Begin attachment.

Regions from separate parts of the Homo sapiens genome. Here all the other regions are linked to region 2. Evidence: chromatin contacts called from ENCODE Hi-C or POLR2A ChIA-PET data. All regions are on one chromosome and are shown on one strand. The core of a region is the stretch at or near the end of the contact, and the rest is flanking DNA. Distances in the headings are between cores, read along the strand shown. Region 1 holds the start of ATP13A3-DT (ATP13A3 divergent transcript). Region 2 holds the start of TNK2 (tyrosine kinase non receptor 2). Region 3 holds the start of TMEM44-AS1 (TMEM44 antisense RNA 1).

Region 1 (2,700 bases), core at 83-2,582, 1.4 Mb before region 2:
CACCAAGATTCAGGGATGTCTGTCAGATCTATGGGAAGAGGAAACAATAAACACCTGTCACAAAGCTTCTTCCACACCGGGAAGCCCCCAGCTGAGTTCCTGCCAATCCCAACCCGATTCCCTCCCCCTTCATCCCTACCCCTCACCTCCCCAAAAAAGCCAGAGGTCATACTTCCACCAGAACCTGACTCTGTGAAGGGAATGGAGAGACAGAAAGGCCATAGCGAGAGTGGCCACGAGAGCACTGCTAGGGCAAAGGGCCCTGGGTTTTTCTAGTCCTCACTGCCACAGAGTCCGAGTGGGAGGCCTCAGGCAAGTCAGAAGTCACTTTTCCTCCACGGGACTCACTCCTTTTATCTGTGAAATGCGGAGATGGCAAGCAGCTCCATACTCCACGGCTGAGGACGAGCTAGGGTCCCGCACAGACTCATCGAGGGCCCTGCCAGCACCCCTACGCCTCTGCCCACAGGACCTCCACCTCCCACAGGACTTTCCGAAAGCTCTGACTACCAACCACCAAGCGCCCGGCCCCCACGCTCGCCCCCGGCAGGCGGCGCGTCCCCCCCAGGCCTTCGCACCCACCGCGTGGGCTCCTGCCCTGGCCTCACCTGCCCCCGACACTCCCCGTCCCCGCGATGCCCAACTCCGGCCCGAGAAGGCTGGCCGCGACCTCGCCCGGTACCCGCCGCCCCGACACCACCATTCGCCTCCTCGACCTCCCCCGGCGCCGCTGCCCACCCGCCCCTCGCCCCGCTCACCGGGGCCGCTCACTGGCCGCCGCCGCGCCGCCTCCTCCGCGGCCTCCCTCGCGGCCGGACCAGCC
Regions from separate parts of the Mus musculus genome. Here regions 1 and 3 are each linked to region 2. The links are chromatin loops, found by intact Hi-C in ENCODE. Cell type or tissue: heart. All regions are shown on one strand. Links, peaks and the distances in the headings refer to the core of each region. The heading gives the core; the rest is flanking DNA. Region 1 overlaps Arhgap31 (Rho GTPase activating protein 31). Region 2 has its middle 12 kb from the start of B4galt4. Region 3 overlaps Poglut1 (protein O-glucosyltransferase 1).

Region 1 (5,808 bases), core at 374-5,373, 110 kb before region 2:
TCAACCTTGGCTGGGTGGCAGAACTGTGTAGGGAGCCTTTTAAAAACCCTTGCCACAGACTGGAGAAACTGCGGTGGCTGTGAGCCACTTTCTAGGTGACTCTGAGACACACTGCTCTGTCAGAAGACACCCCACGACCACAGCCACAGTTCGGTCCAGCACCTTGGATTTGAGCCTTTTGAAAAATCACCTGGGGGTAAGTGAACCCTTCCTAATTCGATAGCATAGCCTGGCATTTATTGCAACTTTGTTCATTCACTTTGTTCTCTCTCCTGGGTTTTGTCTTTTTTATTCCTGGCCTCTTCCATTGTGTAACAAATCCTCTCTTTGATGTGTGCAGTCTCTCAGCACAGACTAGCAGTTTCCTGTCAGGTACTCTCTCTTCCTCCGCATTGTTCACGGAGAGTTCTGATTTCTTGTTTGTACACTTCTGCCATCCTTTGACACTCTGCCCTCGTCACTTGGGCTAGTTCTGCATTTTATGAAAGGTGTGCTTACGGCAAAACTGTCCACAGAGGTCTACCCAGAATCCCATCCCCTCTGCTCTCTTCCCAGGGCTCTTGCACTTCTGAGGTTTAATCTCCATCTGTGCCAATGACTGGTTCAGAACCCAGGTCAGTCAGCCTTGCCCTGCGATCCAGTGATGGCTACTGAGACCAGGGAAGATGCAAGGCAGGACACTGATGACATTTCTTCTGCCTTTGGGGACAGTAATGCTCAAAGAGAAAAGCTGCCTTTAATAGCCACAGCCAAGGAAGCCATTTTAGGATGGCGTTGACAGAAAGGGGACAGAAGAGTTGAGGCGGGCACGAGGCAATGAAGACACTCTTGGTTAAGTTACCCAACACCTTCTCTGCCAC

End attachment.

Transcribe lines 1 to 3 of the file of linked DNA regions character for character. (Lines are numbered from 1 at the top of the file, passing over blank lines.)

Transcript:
Regions from separate parts of the Homo sapiens genome. Here all the other regions are linked to region 2. Evidence: chromatin contacts called from ENCODE Hi-C or POLR2A ChIA-PET data. All regions are on one chromosome and are shown on one strand. The core of a region is the stretch at or near the end of the contact, and the rest is flanking DNA. Distances in the headings are between cores, read along the strand shown. Region 1 holds the start of ATP13A3-DT (ATP13A3 divergent transcript). Region 2 holds the start of TNK2 (tyrosine kinase non receptor 2). Region 3 holds the start of TMEM44-AS1 (TMEM44 antisense RNA 1).

Region 1 (2,700 bases), core at 83-2,582, 1.4 Mb before region 2:
CACCAAGATTCAGGGATGTCTGTCAGATCTATGGGAAGAGGAAACAATAAACACCTGTCACAAAGCTTCTTCCACACCGGGAAGCCCCCAGCTGAGTTCCTGCCAATCCCAACCCGATTCCCTCCCCCTTCATCCCTACCCCTCACCTCCCCAAAAAAGCCAGAGGTCATACTTCCACCAGAACCTGACTCTGTGAAGGGAATGGAGAGACAGAAAGGCCATAGCGAGAGTGGCCACGAGAGCACTGCTAGGGCAAAGGGCCCTGGGTTTTTCTAGTCCTCACTGCCACAGAGTCCGAGTGGGAGGCCTCAGGCAAGTCAGAAGTCACTTTTCCTCCACGGGACTCACTCCTTTTATCTGTGAAATGCGGAGATGGCAAGCAGCTCCATACTCCACGGCTGAGGACGAGCTAGGGTCCCGCACAGACTCATCGAGGGCCCTGCCAGCACCCCTACGCCTCTGCCCACAGGACCTCCACCTCCCACAGGACTTTCCGAAAGCTCTGACTACCAACCACCAAGCGCCCGGCCCCCACGCTCGCCCCCGGCAGGCGGCGCGTCCCCCCCAGGCCTTCGCACCCACCGCGTGGGCTCCTGCCCTGGCCTCACCTGCCCCCGACACTCCCCGTCCCCGCGATGCCCAACTCCGGCCCGAGAAGGCTGGCCGCGACCTCGCCCGGTACCCGCCGCCCCGACACCACCATTCGCCTCCTCGACCTCCCCCGGCGCCGCTGCCCACCCGCCCCTCGCCCCGCTCACCGGGGCCGCTCACTGGCCGCCGCCGCGCCGCCTCCTCCGCGGCCTCCCTCGCGGCCGGACCAGCC